Ann Savageau

Environmental Collaboration Poles

A New Exhibit of Ann Savageau's art in Coleman Hall, Part of a Fundraiser for Gualala Arts. NOW 50% OFF!


Opens Saturday, April 3, 2021 through Sunday, May 2, 2021. Members preview on Friday, April 2.

Coleman Hall at Gualala Arts Center

Free

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NOW 50% OFF all of Ann Savageau’s works displayed

in Coleman Hall.


Environmental Collaboration Poles

Ann Savageau’s Totemic poles are the result of a creative collaboration between the artist and bark beetles of the Sierra Nevada Mountains. As Savageau tells us, “The larvae of each species make their own distinctive tunnel patterns. I enhanced their beautiful patterns with metallic paint and playful top made from seed pods.”


Identification of beetles creating the larval galleries in Totems:

Pole 1

Pole 1: Several larval mines of a Roundheaded Borer (Cerambycidae) that begin in the phloem and outer xylem and then descend into the xylem to complete development (feed and pupate). A typical species on fir branches or stems would be Tetropium abietis Fall, which occurs from Washington to California in Abies. These only live a year or two in the wood.

Pole 2

Pole 2: Perhaps the star-shaped (stellate) galleries of Pityogenes species [could be Pityogenes carinulatus (LeConte), Pityogenes fossifrons (LeConte), or Pityogenes knechteli Swaine], which all colonize branches and upper stem pieces of large pines or stems of small pines in California. If this wood piece was from lodgepole pine, the most likely species would be P. knechteli. the tops and limbs of dying fir or Douglas-fir. It occurs at high elevations from British Columbia and Idaho to California. There is also a larger diameter larval mine of a flatheaded borer (Buprestidae) on this piece of wood (on the right side of the image). 

Also has a large gallery of possibly the Douglas-fir engraver, Scolytus unispinosus LeConte, about 1/3 of the way from the base. It occurs from British Columbia, Idaho, and Montana to California. It colonizes weakened, injured, dying, and recently dead young Douglas-fir trees. Can also colonize the branches of larger trees. The adults are less than 3 mm long. The egg gallery is oriented longitudinally with the grain of the wood. 

Pole 3

Pole 3: Perhaps the Douglas-fir engraver, Scolytus unispinosus LeConte, which occurs from British Columbia, Idaho, and Montana to California. It colonizes weakened, injured, dying, and recently dead young Douglas-fir trees. Can also colonize the branches of larger trees. The adults are less than 3 mm long. The egg gallery is oriented longitu- dinally with the grain of the wood.

**Note: Pole 4 is not depicted.

Pole 5

Pole 5: Perhaps the star-shaped (stellate) galleries of Pityogenes species [could be Pityogenes carinulatus (LeConte), Pityo- genes fossifrons (LeConte), or Pityogenes knechteli Swaine], which all colonize branches and upper stem pieces of large pines or stems of small pines in California. If this wood piece was from lodgepole pine, the most likely species would be P. knechteli. the tops and limbs of dying fir or Douglas-fir. It occurs at high elevations from British Colum- bia and Idaho to California. There is also a larger diameter larval mine of a flatheaded borer (Buprestidae) on this piece of wood (on the right side of the image).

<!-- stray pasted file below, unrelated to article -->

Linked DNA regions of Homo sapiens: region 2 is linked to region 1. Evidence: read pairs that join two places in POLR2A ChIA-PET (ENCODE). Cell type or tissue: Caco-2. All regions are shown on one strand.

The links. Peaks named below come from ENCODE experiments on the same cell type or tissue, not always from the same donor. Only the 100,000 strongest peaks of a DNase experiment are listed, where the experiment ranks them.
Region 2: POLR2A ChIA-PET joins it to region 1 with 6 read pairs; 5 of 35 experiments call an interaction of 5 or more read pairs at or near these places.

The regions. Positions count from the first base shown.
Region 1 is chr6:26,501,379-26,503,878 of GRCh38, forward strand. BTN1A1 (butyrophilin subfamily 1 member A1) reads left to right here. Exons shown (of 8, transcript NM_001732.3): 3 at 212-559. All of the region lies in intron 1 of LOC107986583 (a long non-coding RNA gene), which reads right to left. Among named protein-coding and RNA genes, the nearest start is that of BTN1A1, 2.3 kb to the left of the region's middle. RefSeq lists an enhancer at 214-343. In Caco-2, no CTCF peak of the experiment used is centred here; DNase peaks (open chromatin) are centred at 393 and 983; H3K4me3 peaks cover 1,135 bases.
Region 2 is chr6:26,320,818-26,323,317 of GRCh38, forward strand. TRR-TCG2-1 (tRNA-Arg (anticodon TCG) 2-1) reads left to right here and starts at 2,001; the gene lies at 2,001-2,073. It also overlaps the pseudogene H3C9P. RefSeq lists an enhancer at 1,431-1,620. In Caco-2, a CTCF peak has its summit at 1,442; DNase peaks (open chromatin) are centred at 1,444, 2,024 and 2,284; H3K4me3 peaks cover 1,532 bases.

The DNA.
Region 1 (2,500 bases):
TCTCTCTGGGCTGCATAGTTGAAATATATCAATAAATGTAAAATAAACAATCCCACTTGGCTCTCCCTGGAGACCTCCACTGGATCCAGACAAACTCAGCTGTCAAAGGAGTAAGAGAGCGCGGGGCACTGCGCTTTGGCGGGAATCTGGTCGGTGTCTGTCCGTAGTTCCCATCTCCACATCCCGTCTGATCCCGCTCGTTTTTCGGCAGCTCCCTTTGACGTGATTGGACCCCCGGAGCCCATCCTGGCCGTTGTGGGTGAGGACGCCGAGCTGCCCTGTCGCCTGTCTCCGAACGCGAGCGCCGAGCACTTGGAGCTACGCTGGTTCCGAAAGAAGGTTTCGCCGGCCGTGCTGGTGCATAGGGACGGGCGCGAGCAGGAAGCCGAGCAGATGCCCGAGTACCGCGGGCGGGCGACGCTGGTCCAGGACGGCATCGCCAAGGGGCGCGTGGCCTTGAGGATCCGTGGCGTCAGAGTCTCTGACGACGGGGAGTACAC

Perhaps the Douglas-fir engraver, Scolytus unispinosus LeConte, which occurs from British Columbia, Idaho, and Montana to California. It colonizes weakened, injured, dying, and recently dead young Douglas-fir trees. Can also colonize the branches of larger trees. The adults are less than 3 mm long. The egg gallery is oriented longitu- dinally with the grain of the wood. 

Pole 6

Pole 6: Scotlyus subscaber: A fir engraver, Scolytus subscaber, occurs from British Columbia and Idaho to California. It colonizes the suppressed branches of white fir, red fir, and grand fir trees. It is one of the larger species of Scolytus in western North America. The E-shaped gallery is unique among the bark beetles and diagnos- tic to species. 

 

 

 


The Artist:

Ann Savageau is an environmental artist who creates mixed-media  sculpture and installations.  Her work deals with the natural world,  human culture, and their intersection.  Her current interests include  global warming and environmental destruction; consumer culture and  wasteful consumption; and artistic transformations of waste. Ann’s  Stanford anthropological training, her interest in the natural world,  and the many places she has lived are reflected in her art.

Background:

Ann received her A.B. from Stanford University, and her M.F.A. from  Wayne State University.  She taught at the University of Michigan  Residential College from 1978-2002, and she joined the faculty at the  University of California, Davis, in 2003.  She retired as Full Professor  of Design in 2014, and she currently works as a full time studio  artist. Ann has exhibited her work in over 70 exhibitions, both nationally and  internationally.  She has given numerous lectures and workshops and has  juried many exhibitions. More information is available at annsavageau.com.